## 27.7 Normal schemes

Recall that a ring $R$ is said to be normal if all its local rings are normal domains, see Algebra, Definition 10.36.11. A normal domain is a domain which is integrally closed in its field of fractions, see Algebra, Definition 10.36.1. Thus it makes sense to define a normal scheme as follows.

Definition 27.7.1. A scheme $X$ is normal if and only if for all $x \in X$ the local ring $\mathcal{O}_{X, x}$ is a normal domain.

This seems to be the definition used in EGA, see [0, 4.1.4, EGA]. Suppose $X = \mathop{\mathrm{Spec}}(A)$, and $A$ is reduced. Then saying that $X$ is normal is not equivalent to saying that $A$ is integrally closed in its total ring of fractions. However, if $A$ is Noetherian then this is the case (see Algebra, Lemma 10.36.16).

Lemma 27.7.2. Let $X$ be a scheme. The following are equivalent:

1. The scheme $X$ is normal.

2. For every affine open $U \subset X$ the ring $\mathcal{O}_ X(U)$ is normal.

3. There exists an affine open covering $X = \bigcup U_ i$ such that each $\mathcal{O}_ X(U_ i)$ is normal.

4. There exists an open covering $X = \bigcup X_ j$ such that each open subscheme $X_ j$ is normal.

Moreover, if $X$ is normal then every open subscheme is normal.

Proof. This is clear from the definitions. $\square$

Proof. Immediate from the definitions. $\square$

Lemma 27.7.4. Let $X$ be an integral scheme. Then $X$ is normal if and only if for every affine open $U \subset X$ the ring $\mathcal{O}_ X(U)$ is a normal domain.

Proof. This follows from Algebra, Lemma 10.36.10. $\square$

Lemma 27.7.5. Let $X$ be a scheme such that any quasi-compact open has a finite number of irreducible components. The following are equivalent:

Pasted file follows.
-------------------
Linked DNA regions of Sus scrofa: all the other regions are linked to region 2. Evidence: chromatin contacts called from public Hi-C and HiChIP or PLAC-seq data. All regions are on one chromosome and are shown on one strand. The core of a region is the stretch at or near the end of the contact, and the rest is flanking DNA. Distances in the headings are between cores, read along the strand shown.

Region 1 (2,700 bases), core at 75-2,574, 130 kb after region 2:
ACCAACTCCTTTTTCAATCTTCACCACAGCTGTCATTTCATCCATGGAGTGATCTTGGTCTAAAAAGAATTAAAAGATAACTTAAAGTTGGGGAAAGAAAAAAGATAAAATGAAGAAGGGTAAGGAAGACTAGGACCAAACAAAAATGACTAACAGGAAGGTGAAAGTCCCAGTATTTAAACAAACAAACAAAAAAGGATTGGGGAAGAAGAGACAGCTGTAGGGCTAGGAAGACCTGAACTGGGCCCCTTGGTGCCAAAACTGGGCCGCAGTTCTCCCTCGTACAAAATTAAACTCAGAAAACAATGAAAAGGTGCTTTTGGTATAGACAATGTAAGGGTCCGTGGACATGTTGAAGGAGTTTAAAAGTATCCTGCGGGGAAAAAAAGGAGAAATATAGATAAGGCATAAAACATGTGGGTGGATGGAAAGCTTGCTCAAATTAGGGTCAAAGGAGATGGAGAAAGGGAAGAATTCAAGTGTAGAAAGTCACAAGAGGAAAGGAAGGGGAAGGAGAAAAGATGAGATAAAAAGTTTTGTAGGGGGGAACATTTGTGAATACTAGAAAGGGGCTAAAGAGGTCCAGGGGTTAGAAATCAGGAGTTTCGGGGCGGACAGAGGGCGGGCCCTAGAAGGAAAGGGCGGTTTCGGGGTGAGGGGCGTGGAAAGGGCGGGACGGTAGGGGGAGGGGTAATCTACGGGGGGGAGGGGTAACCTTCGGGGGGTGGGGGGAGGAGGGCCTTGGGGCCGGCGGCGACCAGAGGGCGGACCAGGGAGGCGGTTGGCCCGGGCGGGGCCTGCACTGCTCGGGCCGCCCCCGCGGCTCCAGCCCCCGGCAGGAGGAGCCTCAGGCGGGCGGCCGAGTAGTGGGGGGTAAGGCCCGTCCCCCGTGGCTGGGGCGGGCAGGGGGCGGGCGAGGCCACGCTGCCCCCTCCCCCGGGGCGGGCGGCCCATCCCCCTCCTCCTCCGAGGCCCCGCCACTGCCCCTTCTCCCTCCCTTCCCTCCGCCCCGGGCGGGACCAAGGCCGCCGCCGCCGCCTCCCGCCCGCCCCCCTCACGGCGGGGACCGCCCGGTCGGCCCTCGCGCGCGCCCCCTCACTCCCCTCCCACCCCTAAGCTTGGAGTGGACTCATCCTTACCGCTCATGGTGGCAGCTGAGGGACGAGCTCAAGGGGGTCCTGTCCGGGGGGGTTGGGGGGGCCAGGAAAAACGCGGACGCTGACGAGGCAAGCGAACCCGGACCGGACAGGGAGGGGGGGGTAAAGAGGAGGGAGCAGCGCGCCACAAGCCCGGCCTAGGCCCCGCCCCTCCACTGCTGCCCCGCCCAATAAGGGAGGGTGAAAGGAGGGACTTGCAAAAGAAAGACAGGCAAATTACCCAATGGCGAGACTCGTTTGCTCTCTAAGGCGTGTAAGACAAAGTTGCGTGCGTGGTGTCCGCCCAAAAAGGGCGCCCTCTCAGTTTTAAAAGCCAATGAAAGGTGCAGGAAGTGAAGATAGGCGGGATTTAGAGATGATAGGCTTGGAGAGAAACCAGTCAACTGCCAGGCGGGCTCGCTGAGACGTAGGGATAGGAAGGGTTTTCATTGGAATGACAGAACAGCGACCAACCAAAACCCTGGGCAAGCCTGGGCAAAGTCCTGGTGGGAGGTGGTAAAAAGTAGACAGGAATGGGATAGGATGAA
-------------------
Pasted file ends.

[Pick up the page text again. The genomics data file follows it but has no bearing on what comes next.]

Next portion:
1. $X$ is normal, and

2. $X$ is a disjoint union of normal integral schemes.

Proof. It is immediate from the definitions that (2) implies (1). Let $X$ be a normal scheme such that every quasi-compact open has a finite number of irreducible components. If $X$ is affine then $X$ satisfies (2) by Algebra, Lemma 10.36.16. For a general $X$, let $X = \bigcup X_ i$ be an affine open covering. Note that also each $X_ i$ has but a finite number of irreducible components, and the lemma holds for each $X_ i$. Let $T \subset X$ be an irreducible component. By the affine case each intersection $T \cap X_ i$ is open in $X_ i$ and an integral normal scheme. Hence $T \subset X$ is open, and an integral normal scheme. This proves that $X$ is the disjoint union of its irreducible components, which are integral normal schemes. $\square$

Lemma 27.7.6. Let $X$ be a Noetherian scheme. The following are equivalent:

1. $X$ is normal, and

2. $X$ is a finite disjoint union of normal integral schemes.

Proof. This is a special case of Lemma 27.7.5 because a Noetherian scheme has a Noetherian underlying topological space (Lemma 27.5.5 and Topology, Lemma 5.9.2. $\square$

Lemma 27.7.7. Let $X$ be a locally Noetherian scheme. The following are equivalent:

1. $X$ is normal, and

2. $X$ is a disjoint union of integral normal schemes.

Proof. Omitted. Hint: This is purely topological from Lemma 27.7.6. $\square$

Remark 27.7.8. Let $X$ be a normal scheme. If $X$ is locally Noetherian then we see that $X$ is integral if and only if $X$ is connected, see Lemma 27.7.7. But there exists a connected affine scheme $X$ such that $\mathcal{O}_{X, x}$ is a domain for all $x \in X$, but $X$ is not irreducible, see Examples, Section 104.5. This example is even a normal scheme (proof omitted), so beware!

Lemma 27.7.9. Let $X$ be an integral normal scheme. Then $\Gamma (X, \mathcal{O}_ X)$ is a normal domain.

Proof. Set $R = \Gamma (X, \mathcal{O}_ X)$. It is clear that $R$ is a domain. Suppose $f = a/b$ is an element of its fraction field which is integral over $R$. Say we have $f^ d + \sum _{i = 0, \ldots , d - 1} a_ i f^ i = 0$ with $a_ i \in R$. Let $U \subset X$ be affine open. Since $b \in R$ is not zero and since $X$ is integral we see that also $b|_ U \in \mathcal{O}_ X(U)$ is not zero. Hence $a/b$ is an element of the fraction field of $\mathcal{O}_ X(U)$ which is integral over $\mathcal{O}_ X(U)$ (because we can use the same polynomial $f^ d + \sum _{i = 0, \ldots , d - 1} a_ i|_ U f^ i = 0$ on $U$). Since $\mathcal{O}_ X(U)$ is a normal domain (Lemma 27.7.2), we see that $f_ U = (a|_ U)/(b|_ U) \in \mathcal{O}_ X(U)$. It is easy to see that $f_ U|_ V = f_ V$ whenever $V \subset U \subset X$ are affine open. Hence the local sections $f_ U$ glue to a global section $f$ as desired. $\square$

## Comments (2)

Comment #2543 by Grayson Jorgenson on

There appears to be a minor typo in the proof of Lemma 27.7.9: the summations are indexed $i = 1,...,d$, but should be indexed $i = 0,...,d-1$ or the exponents changed from $f^i$ to $f^{d - i}$.

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